Maybe one of the best Tate Patrons events I attended so far, we went to meet Amalia Pica and her works at Herald St gallery in Bethnal Green. The London-based, Argentinian-born artist was there herself to give her perspective on her works.
Entering the room, my friend E and I saw geometric colourful plexiglas shapes left on the wall. I first thought that the ensemble of shapes was the piece. I soon learnt they were the tools for Amalia’s performance piece. She was quietly sitting with us during the performance. I didn’t know what she looked like before but I had encountered her work in Venice, at The Future Generation Art Prize@Venice 2013, a Collateral Event of the Venice Biennale. The exhibition showed 21 artists up to 35 shortlisted from 16 countries.
Four people went up on the “stage”. I assume the diversity of the performers was on purpose: a blond woman, a black woman, a white man with long hair and a man who appeared to be from LatAm. They started picking up the shapes, each one selecting a shape randomly, then coming together and placing the shapes in a spontaneous, overlapping configuration – either all four together, or three together and one apart. This resulted in wonderful new shapes and colours, in an infinity of possibilities. I did pick up that the four performers were counting in their head, which was confirmed later by Amalia Pica, who explained later they counted 30 seconds during ten rounds.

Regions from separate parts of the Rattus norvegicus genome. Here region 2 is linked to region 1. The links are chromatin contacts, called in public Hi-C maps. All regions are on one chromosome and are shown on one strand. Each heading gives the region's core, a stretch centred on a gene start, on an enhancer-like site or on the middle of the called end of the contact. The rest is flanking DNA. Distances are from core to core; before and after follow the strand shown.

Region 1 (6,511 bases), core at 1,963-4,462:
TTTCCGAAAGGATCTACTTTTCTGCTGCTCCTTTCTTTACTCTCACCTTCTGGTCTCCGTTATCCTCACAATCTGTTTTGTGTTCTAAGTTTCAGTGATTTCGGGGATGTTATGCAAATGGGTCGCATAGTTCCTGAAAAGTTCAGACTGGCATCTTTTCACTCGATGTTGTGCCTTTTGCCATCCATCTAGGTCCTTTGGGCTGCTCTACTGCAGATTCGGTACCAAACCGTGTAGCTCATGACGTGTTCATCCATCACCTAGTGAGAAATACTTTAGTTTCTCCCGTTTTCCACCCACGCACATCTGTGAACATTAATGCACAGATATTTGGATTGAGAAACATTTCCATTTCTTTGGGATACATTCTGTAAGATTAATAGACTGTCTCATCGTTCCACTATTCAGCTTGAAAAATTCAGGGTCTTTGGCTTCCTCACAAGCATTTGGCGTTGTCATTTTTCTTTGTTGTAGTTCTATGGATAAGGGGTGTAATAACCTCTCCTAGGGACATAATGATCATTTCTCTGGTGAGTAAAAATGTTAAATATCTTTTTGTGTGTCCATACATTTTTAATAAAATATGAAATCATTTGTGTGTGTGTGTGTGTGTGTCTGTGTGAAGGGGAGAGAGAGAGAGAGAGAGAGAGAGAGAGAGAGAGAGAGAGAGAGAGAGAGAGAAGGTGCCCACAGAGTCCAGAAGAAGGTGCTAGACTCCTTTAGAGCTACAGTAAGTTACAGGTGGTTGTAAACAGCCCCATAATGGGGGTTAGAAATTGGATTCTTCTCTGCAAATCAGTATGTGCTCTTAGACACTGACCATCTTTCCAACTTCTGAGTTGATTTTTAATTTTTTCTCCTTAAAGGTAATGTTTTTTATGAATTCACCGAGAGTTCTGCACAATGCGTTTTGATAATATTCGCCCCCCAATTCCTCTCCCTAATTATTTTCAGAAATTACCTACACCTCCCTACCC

During the piece, I wondered how much control the artist had over the performance. There are rules, like the counting I described above but I felt it was more orchestrated than controlled. The four characters acted in a different way: for instance the blond woman had a light smile and her gaze crossed the audience; while the man with long hair chose to put his head down. Also interesting to me was how individuals create a group work together, without knowing which shape and colour the next person would pick. The group created Bauhaus-like geometric shapes, superimposing colours over each other.
Amalia explained her work cycle for this particular piece and I interpret it as follow: she leads the performance in giving guidelines; has black & white photographs taken of the performance; and then creates a sculpture from the photograph. A photograph documenting her performance piece, as well as the related sculpture is in the back room of the gallery. I found this cycle thought-provoking due to the plurality of and the connection between art disciplines.
We also had a slideshow of her previous works, which she commented on. Some themes emerged: public space, communication and celebrating. Her take on communication particularly struck me. She worked on the act of listening: her Eavesdropping series comprise glasses on walls, like when you want to overhear conversation in the next room; and also the act of not listening when she represented ear plugs in precious materials (Palliative for Chronic Listeners #1). It is really a luxury to have artists spending time explaining their works. I admire her for having so many ideas and developing some that are not obvious at first sight, which become evident once shown in her works.
Amalia Pica exhibition at Herald St gallery runs until November 17th and performances occur on Saturday and Sunday at 3-5pm.